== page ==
(a.k.a. “closely-held corporation”): A privately-held corporation with a small number of shareholders, often members of the same family. Management resembles that of sole proprietorship or partnership. Sometimes require more than simple majority for votes, and transfer restrictions outlined in AoC. Right of first refusal.
Corporate charter,
A legal entity formed in compliance with the statutory requirements of its state of incorporation, owned by shareholders whose liability is limited to their investment in the corporation, and managed by (i) a board of directors elected by the shareholders and (ii) officers employed by the board of directors.
Corporate profits distributed to shareholders in proportion to their shares held.
No-par share,
Par-value share,
Corporation must have a value equal to the total value of the shares.
Pierce the corporate veil,
Disregard the corporate entity and its attendant limitations on personal liability – and sue the wrongdoers individually for actions they took as owners, officers, or directors of the corporation. Can occur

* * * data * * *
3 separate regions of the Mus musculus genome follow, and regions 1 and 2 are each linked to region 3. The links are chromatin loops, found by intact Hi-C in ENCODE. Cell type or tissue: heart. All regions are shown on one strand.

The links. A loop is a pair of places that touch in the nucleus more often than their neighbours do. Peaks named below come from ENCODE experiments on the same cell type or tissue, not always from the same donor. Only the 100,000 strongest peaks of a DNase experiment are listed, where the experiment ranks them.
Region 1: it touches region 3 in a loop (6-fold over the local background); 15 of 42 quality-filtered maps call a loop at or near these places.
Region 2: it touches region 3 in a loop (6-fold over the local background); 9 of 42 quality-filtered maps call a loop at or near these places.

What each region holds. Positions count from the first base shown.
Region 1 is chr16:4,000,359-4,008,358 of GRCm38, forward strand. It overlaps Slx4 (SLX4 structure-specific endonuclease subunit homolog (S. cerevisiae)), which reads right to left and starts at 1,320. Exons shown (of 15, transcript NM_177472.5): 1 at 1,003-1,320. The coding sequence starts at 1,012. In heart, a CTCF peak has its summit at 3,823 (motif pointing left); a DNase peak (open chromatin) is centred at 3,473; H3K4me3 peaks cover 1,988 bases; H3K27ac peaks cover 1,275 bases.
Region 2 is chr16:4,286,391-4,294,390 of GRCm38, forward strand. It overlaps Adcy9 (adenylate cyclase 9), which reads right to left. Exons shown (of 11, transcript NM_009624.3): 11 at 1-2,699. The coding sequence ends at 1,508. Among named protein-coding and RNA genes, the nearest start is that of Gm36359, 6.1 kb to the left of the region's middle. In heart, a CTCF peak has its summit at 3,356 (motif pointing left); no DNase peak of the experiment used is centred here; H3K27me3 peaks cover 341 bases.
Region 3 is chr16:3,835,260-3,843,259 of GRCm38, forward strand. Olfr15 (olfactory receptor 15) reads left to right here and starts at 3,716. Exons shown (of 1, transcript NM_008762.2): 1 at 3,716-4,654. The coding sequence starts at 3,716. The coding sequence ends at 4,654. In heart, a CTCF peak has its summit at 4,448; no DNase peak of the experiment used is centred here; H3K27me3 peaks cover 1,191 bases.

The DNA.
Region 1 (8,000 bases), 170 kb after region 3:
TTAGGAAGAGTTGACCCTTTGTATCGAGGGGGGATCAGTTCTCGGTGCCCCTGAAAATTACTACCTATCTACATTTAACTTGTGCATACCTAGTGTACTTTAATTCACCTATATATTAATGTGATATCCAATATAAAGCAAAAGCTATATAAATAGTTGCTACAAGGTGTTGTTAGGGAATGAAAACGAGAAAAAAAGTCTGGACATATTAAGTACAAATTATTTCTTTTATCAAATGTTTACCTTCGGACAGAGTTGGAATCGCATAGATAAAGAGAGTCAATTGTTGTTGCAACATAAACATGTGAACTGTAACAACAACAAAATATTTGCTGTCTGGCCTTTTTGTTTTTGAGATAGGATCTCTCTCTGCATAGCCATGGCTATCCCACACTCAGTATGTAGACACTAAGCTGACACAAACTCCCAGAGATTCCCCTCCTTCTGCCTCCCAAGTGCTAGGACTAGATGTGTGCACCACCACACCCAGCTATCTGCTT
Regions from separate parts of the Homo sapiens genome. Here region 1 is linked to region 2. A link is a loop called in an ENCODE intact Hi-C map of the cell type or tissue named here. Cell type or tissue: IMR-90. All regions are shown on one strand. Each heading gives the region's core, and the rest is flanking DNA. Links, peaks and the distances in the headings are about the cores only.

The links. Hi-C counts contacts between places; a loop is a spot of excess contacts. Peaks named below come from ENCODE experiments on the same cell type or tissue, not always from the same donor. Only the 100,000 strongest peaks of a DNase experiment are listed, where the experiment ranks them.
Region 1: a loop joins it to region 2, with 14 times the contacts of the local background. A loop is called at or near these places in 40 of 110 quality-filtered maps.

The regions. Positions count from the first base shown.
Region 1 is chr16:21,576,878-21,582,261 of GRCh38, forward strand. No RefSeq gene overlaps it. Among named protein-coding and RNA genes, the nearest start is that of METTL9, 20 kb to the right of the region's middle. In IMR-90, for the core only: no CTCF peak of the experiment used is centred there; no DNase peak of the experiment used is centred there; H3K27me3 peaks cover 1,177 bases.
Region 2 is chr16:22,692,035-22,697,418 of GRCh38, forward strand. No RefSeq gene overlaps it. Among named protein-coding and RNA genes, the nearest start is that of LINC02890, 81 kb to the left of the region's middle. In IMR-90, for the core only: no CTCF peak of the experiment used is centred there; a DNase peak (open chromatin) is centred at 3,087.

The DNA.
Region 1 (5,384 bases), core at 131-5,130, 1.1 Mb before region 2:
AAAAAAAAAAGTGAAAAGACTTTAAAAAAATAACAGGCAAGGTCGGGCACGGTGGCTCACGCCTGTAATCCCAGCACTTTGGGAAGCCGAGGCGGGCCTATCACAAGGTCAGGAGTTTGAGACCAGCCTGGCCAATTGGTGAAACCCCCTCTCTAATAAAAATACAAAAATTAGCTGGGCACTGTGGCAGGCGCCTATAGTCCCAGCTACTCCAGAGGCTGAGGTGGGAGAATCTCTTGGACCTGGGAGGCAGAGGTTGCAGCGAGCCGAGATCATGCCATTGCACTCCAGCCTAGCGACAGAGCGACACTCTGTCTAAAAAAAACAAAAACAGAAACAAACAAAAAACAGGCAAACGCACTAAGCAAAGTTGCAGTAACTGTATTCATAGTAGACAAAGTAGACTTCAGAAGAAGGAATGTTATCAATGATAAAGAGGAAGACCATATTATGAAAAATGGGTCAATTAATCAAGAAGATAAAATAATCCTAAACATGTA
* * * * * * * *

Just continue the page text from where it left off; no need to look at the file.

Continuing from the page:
Preemptive rights,
The right of an existing shareholder to purchase newly-issued shares in proportion to their percentage of ownership of the corporation prior to the issue of the new shares, before the newly-issued shares are offered for sale to the general public.
A person who takes the preliminary steps in organizing a corporation.
a document required by federal or state securities laws that describes the financial operations of the proposed corporation sufficiently to enable prospective investors (subscribers) to make an informed decision;
In order for votes recorded at a shareholders’ meeting to be effective, there must be a quorum present – that is, there must be enough shareholders and others holding proxies present to represent at least 50 percent of the corporation’s voting stock.
Retained earnings,
Corporate profits not distributed to shareholders. Can be used for R&D.
Right of first refusal,
Right which gives existing share holders the right to buy stock before it goes out to the general public.
S corporation,